Michigan Organization History BookInstitutionResourcesSources
There was a historical society incorporated by the territorial legislature on June 23, 1828. The charter members were: Lewis Cass, Henry Whiting?, John Biddle, Gabriel Richard?, Noah M. Wells?, Richard F. Cadle?, Isaac McIlvain?, Zara H. Coston?, Austin E. Wing, Thomas Rowland?, John L. Whiting?, Henry S. Cole?, Jonathan Kearsley?, Samuel W. Dexter?, Zina Pitcher?, Edwin P. James?, Henry R. Schoolcraft, and Charles C. Trowbridge. George Catlin identified this organization as the "Historical Society of Michigan" and that it was defunct by 1855.1
The legislature passed an act in 1873 for the simple incorporation of historical, biographical, and geological societies. The Detroit Daily Post followed that with a public appeal for the creation of a state pioneer society. Such a meeting was organized for pioneer settlers of the state and the first meeting was in former library room of Lansing's old State house on March ll, 1874. Judge Albert Miller of Bay City was elected president and John C. Holmes secretary of the convention. Miller told the assembly the purposes of the organization: "The persons who are well acquainted with our early history are rapidly passing away, and it is none too soon to organize a State Pioneer Society." The assembly then formed a chartering committee.
The first meeting of the "Pioneer Society of the State of Michigan" was again held in Lansing on April 27, 1874. Each county historical society was asked to send three delegates representing their county and membership was opened to any Michigan resident of at least 40 years of age and who had been a resident for at least twenty-five years. Miller was elected to serve as the society's first president. For many years at first, the organization was known as the "State Pioneer Society," but at some point, it became known as the "Pioneer and Historical Society."2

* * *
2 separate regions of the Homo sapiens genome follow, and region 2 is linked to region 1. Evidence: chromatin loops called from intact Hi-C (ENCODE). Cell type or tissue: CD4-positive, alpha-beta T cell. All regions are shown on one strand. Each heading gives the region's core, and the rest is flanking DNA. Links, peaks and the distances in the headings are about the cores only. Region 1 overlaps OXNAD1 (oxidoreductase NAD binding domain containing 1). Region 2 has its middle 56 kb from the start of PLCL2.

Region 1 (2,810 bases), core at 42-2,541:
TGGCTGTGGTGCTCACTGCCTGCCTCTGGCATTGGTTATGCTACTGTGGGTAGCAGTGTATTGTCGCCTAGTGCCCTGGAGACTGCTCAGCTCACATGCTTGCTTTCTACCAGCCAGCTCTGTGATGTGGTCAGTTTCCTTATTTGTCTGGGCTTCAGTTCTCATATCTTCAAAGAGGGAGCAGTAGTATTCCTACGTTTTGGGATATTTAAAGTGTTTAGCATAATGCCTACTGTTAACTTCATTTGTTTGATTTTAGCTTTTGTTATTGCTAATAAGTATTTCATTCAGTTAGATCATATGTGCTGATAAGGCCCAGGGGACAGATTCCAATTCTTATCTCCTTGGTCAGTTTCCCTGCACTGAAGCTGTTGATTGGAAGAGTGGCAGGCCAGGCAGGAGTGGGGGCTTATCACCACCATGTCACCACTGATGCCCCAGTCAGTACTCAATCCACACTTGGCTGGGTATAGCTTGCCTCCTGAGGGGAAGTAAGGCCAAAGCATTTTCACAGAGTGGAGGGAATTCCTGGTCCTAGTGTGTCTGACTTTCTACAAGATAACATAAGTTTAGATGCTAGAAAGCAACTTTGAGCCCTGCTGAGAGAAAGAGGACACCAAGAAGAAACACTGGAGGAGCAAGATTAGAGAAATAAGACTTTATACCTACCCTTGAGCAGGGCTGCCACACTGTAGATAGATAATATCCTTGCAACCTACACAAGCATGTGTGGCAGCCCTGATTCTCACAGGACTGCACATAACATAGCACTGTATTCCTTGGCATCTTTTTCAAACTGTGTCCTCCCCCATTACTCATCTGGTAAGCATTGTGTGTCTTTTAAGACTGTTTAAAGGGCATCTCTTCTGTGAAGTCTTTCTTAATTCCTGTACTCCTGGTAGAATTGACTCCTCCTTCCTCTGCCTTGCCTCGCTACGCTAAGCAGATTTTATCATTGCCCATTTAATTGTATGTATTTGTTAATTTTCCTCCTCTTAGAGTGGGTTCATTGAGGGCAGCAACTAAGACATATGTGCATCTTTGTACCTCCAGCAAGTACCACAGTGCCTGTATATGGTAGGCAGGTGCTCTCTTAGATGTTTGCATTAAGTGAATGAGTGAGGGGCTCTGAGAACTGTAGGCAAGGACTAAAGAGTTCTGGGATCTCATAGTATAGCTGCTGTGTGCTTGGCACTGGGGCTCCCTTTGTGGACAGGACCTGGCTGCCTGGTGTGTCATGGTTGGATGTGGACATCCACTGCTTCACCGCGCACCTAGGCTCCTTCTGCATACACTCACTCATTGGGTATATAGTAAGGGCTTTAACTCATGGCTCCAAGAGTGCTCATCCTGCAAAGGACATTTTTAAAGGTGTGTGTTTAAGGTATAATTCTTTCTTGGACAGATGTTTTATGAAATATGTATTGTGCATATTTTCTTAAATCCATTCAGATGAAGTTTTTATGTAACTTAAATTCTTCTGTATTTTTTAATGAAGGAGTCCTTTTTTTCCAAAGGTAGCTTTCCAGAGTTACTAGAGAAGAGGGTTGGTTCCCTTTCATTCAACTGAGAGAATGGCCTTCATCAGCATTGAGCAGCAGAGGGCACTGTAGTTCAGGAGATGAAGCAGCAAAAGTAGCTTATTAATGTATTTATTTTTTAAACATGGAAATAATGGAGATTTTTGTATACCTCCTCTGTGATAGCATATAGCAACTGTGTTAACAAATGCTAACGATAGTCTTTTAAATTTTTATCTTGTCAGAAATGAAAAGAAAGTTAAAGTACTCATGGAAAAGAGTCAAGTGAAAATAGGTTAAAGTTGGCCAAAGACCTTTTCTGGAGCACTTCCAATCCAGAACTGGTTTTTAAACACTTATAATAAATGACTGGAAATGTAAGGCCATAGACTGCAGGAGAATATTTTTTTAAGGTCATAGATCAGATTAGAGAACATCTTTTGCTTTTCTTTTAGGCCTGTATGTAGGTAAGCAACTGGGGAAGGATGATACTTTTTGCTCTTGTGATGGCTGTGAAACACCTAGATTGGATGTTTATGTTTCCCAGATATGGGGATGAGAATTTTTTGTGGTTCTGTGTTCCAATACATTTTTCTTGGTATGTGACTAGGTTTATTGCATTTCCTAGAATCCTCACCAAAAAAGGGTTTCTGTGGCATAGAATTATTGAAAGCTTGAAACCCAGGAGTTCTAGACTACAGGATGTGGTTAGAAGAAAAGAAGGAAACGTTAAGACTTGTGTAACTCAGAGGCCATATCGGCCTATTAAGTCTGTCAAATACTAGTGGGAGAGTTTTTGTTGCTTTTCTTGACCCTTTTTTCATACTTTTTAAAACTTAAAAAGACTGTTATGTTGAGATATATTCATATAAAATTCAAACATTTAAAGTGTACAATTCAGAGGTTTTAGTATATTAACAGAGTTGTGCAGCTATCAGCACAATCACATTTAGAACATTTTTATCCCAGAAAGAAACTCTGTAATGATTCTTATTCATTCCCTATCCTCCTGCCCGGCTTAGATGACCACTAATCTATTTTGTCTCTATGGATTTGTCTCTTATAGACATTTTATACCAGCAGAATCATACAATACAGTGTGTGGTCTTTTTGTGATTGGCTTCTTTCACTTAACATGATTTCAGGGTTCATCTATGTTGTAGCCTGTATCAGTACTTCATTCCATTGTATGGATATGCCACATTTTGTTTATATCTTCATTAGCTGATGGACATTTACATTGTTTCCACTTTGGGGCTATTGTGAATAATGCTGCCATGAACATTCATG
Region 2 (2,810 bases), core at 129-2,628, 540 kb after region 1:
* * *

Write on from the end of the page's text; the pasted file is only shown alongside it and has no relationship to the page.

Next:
The publications of the society starting in 1877, called Collections, were mostly an antiquarian exercise in preserving the experiences of Michigan's American pioneers. Robert J. Parks called it, a "publication of nearly forty years of geriatric reminiscences" with but one scholarly contribution to the history of Michigan.3 Nonetheless, even taking the Collections as "geriatric," they provide many first-hand accounts of the American experience in 19th century Michigan.
MPHS Collections Citations
1. ⇑ George B. Catlin, Local History of Detroit and Wayne County, volume 3 of Michigan Pioneer and Historical Society and Michigan Historical Commission, Historic Michigan, edited by George N. Fuller (Dayton, OH: National Historical Association, Inc, 1928), 147. ⇑
2. ⇑ The history of the Pioneer Society is found in its founding documents in 7|7]]. ⇑
3. ⇑ Robert J. Parks, Democracy's Railroads: Public Enterprise in Jacksonian Michigan (Port Washington, NY; London: Kennikat Press, 1974), , 238. ⇑
The Michigan State University Libraries has a very good Research Guide to Digitized Volumes 1-15 of the Collections (1877-1890).
"Pioneer Society of the State of Michigan. Pioneer Collections" search at Archive.org
Citation: When referencing this page please use the following citation:
Unless otherwise noted all content on the Michigan Transportation History site is Copyright © 2020.
Page last modified on April 13, 2020, at 07:02 PM EST